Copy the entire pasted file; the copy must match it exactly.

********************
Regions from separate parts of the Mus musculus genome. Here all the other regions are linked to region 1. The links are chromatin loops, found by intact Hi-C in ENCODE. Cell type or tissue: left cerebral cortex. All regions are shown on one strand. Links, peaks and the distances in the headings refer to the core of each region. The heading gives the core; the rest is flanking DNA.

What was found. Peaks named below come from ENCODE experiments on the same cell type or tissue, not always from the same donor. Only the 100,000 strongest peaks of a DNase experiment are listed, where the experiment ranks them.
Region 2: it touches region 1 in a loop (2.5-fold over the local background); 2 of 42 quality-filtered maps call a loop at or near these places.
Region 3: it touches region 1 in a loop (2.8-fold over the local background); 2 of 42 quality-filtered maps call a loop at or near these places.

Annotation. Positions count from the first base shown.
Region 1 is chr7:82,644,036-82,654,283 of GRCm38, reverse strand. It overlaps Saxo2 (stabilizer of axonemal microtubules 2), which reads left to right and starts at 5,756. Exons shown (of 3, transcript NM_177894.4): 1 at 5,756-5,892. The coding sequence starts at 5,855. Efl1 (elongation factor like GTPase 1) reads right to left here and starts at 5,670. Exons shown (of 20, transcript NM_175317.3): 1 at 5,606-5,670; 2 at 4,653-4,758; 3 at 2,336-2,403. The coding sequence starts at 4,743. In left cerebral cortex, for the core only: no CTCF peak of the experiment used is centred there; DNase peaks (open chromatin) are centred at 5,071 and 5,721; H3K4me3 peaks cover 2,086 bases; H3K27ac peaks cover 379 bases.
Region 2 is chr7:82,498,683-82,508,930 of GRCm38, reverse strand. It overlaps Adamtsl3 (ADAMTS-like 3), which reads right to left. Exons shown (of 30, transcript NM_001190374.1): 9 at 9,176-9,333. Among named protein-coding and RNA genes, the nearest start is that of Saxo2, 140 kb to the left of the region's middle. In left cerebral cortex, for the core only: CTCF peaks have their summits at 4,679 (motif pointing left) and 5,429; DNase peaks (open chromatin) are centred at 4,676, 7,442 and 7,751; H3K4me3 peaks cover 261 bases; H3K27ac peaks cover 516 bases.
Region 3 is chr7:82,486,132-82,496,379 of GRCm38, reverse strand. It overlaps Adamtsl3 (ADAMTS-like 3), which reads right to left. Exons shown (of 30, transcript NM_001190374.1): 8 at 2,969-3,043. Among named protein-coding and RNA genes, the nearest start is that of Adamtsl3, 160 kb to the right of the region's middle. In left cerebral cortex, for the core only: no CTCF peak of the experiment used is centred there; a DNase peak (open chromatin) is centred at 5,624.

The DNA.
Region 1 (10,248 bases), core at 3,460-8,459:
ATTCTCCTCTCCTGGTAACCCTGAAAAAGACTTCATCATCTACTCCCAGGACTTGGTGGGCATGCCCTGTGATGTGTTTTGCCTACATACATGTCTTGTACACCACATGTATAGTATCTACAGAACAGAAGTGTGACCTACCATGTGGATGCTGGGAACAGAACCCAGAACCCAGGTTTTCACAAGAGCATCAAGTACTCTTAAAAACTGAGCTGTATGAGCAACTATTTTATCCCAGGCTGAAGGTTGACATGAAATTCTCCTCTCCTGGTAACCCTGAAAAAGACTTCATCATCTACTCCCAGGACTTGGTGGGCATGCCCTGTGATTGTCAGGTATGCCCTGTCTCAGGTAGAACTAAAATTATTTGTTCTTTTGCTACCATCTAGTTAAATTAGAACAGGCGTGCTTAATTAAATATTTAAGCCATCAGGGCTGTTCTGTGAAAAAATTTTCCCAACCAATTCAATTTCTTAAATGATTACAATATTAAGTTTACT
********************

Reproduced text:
Regions from separate parts of the Mus musculus genome. Here all the other regions are linked to region 1. The links are chromatin loops, found by intact Hi-C in ENCODE. Cell type or tissue: left cerebral cortex. All regions are shown on one strand. Links, peaks and the distances in the headings refer to the core of each region. The heading gives the core; the rest is flanking DNA.

What was found. Peaks named below come from ENCODE experiments on the same cell type or tissue, not always from the same donor. Only the 100,000 strongest peaks of a DNase experiment are listed, where the experiment ranks them.
Region 2: it touches region 1 in a loop (2.5-fold over the local background); 2 of 42 quality-filtered maps call a loop at or near these places.
Region 3: it touches region 1 in a loop (2.8-fold over the local background); 2 of 42 quality-filtered maps call a loop at or near these places.

Annotation. Positions count from the first base shown.
Region 1 is chr7:82,644,036-82,654,283 of GRCm38, reverse strand. It overlaps Saxo2 (stabilizer of axonemal microtubules 2), which reads left to right and starts at 5,756. Exons shown (of 3, transcript NM_177894.4): 1 at 5,756-5,892. The coding sequence starts at 5,855. Efl1 (elongation factor like GTPase 1) reads right to left here and starts at 5,670. Exons shown (of 20, transcript NM_175317.3): 1 at 5,606-5,670; 2 at 4,653-4,758; 3 at 2,336-2,403. The coding sequence starts at 4,743. In left cerebral cortex, for the core only: no CTCF peak of the experiment used is centred there; DNase peaks (open chromatin) are centred at 5,071 and 5,721; H3K4me3 peaks cover 2,086 bases; H3K27ac peaks cover 379 bases.
Region 2 is chr7:82,498,683-82,508,930 of GRCm38, reverse strand. It overlaps Adamtsl3 (ADAMTS-like 3), which reads right to left. Exons shown (of 30, transcript NM_001190374.1): 9 at 9,176-9,333. Among named protein-coding and RNA genes, the nearest start is that of Saxo2, 140 kb to the left of the region's middle. In left cerebral cortex, for the core only: CTCF peaks have their summits at 4,679 (motif pointing left) and 5,429; DNase peaks (open chromatin) are centred at 4,676, 7,442 and 7,751; H3K4me3 peaks cover 261 bases; H3K27ac peaks cover 516 bases.
Region 3 is chr7:82,486,132-82,496,379 of GRCm38, reverse strand. It overlaps Adamtsl3 (ADAMTS-like 3), which reads right to left. Exons shown (of 30, transcript NM_001190374.1): 8 at 2,969-3,043. Among named protein-coding and RNA genes, the nearest start is that of Adamtsl3, 160 kb to the right of the region's middle. In left cerebral cortex, for the core only: no CTCF peak of the experiment used is centred there; a DNase peak (open chromatin) is centred at 5,624.

The DNA.
Region 1 (10,248 bases), core at 3,460-8,459:
ATTCTCCTCTCCTGGTAACCCTGAAAAAGACTTCATCATCTACTCCCAGGACTTGGTGGGCATGCCCTGTGATGTGTTTTGCCTACATACATGTCTTGTACACCACATGTATAGTATCTACAGAACAGAAGTGTGACCTACCATGTGGATGCTGGGAACAGAACCCAGAACCCAGGTTTTCACAAGAGCATCAAGTACTCTTAAAAACTGAGCTGTATGAGCAACTATTTTATCCCAGGCTGAAGGTTGACATGAAATTCTCCTCTCCTGGTAACCCTGAAAAAGACTTCATCATCTACTCCCAGGACTTGGTGGGCATGCCCTGTGATTGTCAGGTATGCCCTGTCTCAGGTAGAACTAAAATTATTTGTTCTTTTGCTACCATCTAGTTAAATTAGAACAGGCGTGCTTAATTAAATATTTAAGCCATCAGGGCTGTTCTGTGAAAAAATTTTCCCAACCAATTCAATTTCTTAAATGATTACAATATTAAGTTTACT